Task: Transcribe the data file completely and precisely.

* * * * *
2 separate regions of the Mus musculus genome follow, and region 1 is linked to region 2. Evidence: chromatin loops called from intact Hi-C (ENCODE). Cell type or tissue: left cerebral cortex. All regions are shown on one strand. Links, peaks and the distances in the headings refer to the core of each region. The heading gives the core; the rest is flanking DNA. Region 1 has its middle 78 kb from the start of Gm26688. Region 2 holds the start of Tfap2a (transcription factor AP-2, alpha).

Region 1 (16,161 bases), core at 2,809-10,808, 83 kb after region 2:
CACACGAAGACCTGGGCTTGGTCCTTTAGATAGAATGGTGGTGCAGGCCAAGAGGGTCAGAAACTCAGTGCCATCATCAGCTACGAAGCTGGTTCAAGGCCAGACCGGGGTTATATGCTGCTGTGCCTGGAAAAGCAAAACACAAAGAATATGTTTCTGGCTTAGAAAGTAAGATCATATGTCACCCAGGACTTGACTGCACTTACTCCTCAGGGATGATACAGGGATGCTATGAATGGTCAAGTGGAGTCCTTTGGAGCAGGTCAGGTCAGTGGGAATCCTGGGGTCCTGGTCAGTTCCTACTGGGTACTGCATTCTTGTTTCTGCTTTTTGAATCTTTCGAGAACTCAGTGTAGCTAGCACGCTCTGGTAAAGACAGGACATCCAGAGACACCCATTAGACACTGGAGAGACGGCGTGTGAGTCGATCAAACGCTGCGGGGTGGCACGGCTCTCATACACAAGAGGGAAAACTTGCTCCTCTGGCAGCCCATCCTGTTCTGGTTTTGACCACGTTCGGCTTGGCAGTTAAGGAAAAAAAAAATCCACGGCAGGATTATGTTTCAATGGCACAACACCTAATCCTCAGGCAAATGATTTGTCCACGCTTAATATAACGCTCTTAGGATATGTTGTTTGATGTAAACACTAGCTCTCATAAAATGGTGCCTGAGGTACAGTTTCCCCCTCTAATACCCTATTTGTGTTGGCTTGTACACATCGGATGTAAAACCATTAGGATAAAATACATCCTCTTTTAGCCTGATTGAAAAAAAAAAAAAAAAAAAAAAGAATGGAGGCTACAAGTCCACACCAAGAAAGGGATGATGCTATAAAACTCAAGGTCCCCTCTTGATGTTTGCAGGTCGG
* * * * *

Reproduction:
2 separate regions of the Mus musculus genome follow, and region 1 is linked to region 2. Evidence: chromatin loops called from intact Hi-C (ENCODE). Cell type or tissue: left cerebral cortex. All regions are shown on one strand. Links, peaks and the distances in the headings refer to the core of each region. The heading gives the core; the rest is flanking DNA. Region 1 has its middle 78 kb from the start of Gm26688. Region 2 holds the start of Tfap2a (transcription factor AP-2, alpha).

Region 1 (16,161 bases), core at 2,809-10,808, 83 kb after region 2:
CACACGAAGACCTGGGCTTGGTCCTTTAGATAGAATGGTGGTGCAGGCCAAGAGGGTCAGAAACTCAGTGCCATCATCAGCTACGAAGCTGGTTCAAGGCCAGACCGGGGTTATATGCTGCTGTGCCTGGAAAAGCAAAACACAAAGAATATGTTTCTGGCTTAGAAAGTAAGATCATATGTCACCCAGGACTTGACTGCACTTACTCCTCAGGGATGATACAGGGATGCTATGAATGGTCAAGTGGAGTCCTTTGGAGCAGGTCAGGTCAGTGGGAATCCTGGGGTCCTGGTCAGTTCCTACTGGGTACTGCATTCTTGTTTCTGCTTTTTGAATCTTTCGAGAACTCAGTGTAGCTAGCACGCTCTGGTAAAGACAGGACATCCAGAGACACCCATTAGACACTGGAGAGACGGCGTGTGAGTCGATCAAACGCTGCGGGGTGGCACGGCTCTCATACACAAGAGGGAAAACTTGCTCCTCTGGCAGCCCATCCTGTTCTGGTTTTGACCACGTTCGGCTTGGCAGTTAAGGAAAAAAAAAATCCACGGCAGGATTATGTTTCAATGGCACAACACCTAATCCTCAGGCAAATGATTTGTCCACGCTTAATATAACGCTCTTAGGATATGTTGTTTGATGTAAACACTAGCTCTCATAAAATGGTGCCTGAGGTACAGTTTCCCCCTCTAATACCCTATTTGTGTTGGCTTGTACACATCGGATGTAAAACCATTAGGATAAAATACATCCTCTTTTAGCCTGATTGAAAAAAAAAAAAAAAAAAAAAAGAATGGAGGCTACAAGTCCACACCAAGAAAGGGATGATGCTATAAAACTCAAGGTCCCCTCTTGATGTTTGCAGGTCGG